PhD Candidate’s Presentation Zooms in on Drought Tolerant Biofortified Maize

PhD Candidate’s Presentation Zooms in on Drought Tolerant Biofortified Maize

PhD candidate in Plant Breeding, Mr Aleck Kondwakwenda, recently presented his research at the annual Tropentag conference, hosted by Ghent University in Belgium.

The conference included discussions on global food security and food safety, specifically the role of universities.

Eight hundred and eighty people from 70 countries attended the conference; more than half were students. The programme comprised 111 oral presentations, 339 poster presentations and nine keynote presentations.

Kondwakwenda presented a paper on the Screening of Provitamin A Maize Inbred Lines Using the Screening of Provitamin A Maize Inbred Lines Using ß-Carotene Content, Morpho-Physiological and Biochemical Traits.

‘Provitamin A maize is maize with enhanced provitamin A content developed through plant breeding and biotechnology,’ explained Kondwakwenda.

Provitamin A maize production in South Africa is heavily affected by recurrent and episodic drought. There are shortages of provitamin A maize varieties developed and released in sub-Saharan Africa, and among the few released, none are drought tolerant.

Kondwakwenda explained that drought tolerance is difficult and expensive to breed. His study made use of diversified traits/parameters to identify and select inbred lines that have both high provitamin A content and exhibit characteristics of drought tolerance.

Kondwakwenda aims to contribute to improved agricultural productivity in sub-Saharan Africa, thereby combatting food and nutrition insecurity in the region.

Kondwakwenda focuses on biofortified maize instead of ordinary maize commonly consumed and produced by smallholder farmers due to the lack of vitamin A in the latter, which contributes to vitamin A deficiency (VAD). This condition leads to illnesses including weakened immune systems in children and eyesight problems in women and children.

‘In rural areas people rely largely on maize-based diets because they cannot afford to buy diversified foods like meat and fruits to achieve a balanced diet,’ said Kondwakwenda. ‘Developing drought tolerant maize genotypes with high provitamin A content could be a double sustainable solution to the challenge of drought induced low maize productivity and VAD.’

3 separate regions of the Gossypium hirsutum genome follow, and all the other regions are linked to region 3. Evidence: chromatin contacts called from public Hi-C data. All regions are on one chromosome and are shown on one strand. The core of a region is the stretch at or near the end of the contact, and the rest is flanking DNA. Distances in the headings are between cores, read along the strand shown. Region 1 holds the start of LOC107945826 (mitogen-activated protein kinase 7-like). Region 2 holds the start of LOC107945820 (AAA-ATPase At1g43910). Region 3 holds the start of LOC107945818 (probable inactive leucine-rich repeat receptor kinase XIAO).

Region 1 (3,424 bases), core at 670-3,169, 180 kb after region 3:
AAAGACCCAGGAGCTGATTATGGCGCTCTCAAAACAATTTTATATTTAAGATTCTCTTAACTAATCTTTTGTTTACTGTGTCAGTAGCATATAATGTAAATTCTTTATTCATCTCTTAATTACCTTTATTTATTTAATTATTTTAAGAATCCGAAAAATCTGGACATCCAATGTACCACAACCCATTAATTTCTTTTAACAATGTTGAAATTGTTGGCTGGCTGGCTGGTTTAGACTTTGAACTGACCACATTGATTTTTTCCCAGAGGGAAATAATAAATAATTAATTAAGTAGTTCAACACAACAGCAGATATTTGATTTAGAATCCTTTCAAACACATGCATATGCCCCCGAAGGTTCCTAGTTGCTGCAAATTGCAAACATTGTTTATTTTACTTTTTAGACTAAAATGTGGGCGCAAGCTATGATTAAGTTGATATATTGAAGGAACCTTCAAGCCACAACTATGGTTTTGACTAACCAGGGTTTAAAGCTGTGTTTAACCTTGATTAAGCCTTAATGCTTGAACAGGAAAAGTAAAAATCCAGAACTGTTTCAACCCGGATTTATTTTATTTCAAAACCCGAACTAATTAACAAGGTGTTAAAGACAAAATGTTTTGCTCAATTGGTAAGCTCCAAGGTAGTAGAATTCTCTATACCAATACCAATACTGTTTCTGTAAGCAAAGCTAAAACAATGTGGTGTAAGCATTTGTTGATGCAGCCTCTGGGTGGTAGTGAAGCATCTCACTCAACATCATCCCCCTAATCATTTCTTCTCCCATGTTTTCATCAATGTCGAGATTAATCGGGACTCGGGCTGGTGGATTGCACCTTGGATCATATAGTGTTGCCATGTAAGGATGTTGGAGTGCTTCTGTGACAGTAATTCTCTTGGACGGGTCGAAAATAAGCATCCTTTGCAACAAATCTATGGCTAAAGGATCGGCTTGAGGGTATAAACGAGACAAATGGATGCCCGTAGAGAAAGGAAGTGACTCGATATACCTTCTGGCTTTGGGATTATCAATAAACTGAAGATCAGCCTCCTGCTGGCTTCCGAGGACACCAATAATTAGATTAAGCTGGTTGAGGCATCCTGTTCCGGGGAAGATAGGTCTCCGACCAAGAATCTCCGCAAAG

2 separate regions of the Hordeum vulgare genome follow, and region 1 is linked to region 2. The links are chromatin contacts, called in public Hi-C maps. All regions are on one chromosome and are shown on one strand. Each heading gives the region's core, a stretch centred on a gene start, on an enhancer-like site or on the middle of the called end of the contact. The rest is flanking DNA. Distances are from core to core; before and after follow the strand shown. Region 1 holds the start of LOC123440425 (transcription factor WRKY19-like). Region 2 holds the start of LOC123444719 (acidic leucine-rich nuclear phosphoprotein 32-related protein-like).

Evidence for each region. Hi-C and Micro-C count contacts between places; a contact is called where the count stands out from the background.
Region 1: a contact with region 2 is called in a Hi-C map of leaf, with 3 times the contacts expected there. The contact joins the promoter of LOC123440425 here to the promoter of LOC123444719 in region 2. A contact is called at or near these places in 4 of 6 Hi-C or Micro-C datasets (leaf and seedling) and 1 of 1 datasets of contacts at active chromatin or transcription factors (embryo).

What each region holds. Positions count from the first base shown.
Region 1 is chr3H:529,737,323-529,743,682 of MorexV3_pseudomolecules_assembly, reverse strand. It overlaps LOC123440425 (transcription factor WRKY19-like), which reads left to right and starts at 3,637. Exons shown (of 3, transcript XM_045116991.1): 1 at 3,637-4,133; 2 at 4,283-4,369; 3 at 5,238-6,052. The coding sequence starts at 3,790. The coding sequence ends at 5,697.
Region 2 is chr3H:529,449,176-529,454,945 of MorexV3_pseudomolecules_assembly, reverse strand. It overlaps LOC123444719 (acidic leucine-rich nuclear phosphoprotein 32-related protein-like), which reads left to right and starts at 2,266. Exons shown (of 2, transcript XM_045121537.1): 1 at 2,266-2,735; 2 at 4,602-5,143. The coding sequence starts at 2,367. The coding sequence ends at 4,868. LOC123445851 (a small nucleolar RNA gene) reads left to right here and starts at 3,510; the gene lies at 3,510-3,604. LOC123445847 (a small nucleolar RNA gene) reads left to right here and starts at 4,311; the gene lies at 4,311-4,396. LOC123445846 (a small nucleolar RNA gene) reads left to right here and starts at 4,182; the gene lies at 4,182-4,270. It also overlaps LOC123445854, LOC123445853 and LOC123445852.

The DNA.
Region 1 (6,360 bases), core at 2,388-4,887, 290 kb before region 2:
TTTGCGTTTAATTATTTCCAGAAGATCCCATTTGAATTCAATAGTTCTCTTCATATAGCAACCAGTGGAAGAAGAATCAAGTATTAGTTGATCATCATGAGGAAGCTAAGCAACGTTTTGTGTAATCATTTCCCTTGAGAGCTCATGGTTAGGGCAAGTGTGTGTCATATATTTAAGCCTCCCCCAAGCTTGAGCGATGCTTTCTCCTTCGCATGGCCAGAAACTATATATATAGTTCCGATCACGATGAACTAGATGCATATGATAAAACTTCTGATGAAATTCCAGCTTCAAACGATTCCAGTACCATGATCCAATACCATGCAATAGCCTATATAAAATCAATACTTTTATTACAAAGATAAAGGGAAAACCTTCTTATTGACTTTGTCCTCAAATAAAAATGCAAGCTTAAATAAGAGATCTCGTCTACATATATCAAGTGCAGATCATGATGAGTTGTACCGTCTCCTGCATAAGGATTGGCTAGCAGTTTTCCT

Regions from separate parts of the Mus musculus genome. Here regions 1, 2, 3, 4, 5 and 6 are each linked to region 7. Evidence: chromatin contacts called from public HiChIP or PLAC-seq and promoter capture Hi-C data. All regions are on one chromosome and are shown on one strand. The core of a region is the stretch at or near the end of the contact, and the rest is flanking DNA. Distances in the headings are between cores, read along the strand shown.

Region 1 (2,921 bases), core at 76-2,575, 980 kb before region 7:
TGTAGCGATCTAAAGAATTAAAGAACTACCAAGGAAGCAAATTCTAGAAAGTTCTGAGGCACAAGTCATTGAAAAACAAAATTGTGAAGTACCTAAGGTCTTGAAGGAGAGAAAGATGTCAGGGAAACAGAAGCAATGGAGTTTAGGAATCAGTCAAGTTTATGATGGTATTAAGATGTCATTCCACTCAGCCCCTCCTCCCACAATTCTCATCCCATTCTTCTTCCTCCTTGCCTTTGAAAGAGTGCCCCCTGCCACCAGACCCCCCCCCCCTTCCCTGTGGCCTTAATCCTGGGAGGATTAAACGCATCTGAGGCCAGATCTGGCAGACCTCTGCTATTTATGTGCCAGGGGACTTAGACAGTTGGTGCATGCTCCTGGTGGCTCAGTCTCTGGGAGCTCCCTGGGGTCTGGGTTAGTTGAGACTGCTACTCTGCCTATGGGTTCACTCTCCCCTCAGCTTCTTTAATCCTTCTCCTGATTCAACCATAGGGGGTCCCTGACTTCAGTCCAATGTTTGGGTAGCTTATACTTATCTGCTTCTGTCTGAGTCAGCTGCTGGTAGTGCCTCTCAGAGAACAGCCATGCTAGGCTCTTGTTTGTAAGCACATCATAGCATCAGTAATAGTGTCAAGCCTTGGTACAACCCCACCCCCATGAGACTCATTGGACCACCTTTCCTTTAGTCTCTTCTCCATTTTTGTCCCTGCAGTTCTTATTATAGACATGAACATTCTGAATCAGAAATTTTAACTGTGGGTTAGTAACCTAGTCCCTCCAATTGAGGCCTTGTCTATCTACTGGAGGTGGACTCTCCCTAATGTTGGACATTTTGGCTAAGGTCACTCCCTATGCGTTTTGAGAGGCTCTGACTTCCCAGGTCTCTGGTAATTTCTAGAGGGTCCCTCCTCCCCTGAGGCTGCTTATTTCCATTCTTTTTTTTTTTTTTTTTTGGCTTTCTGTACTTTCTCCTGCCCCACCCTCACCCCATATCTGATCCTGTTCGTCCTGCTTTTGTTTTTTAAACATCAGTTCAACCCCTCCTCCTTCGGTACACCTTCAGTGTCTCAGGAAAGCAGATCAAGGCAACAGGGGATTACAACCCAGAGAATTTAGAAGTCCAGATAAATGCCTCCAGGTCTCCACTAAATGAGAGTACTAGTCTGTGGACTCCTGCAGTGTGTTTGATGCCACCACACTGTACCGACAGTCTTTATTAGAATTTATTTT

His PhD research has resulted in confirmed drought tolerant maize inbred lines with high provitamin A content, which could be marketed to public and private maize seed companies.

Kondwakwenda is from Zimbabwe and completed a BSc in Crop Science at the University of Zimbabwe, and a Masters in Soil Science at Ghent University. He also worked as a cotton breeder at a public agricultural research institute in Zimbabwe before enrolling for his PhD at UKZN, where he was able to take theoretical courses offered by the African Centre for Crop Improvement and the Improved Masters in Cultivar Development for Africa to bridge his background in soil science to plant breeding.

Kondwakwenda thanked his supervisors Dr Julia Sibiya and Dr Rebecca Zengeni for their input, and thanked Dr Samson Tesfay for his assistance with laboratory aspects of his research. He also thanked The World Academy of Sciences and the National Research Foundation for funding part of his studies and the trip to Tropentag, and the Alliance for a Green Revolution in Africa for funding his research expenses.

Words and photograph: Christine Cuenod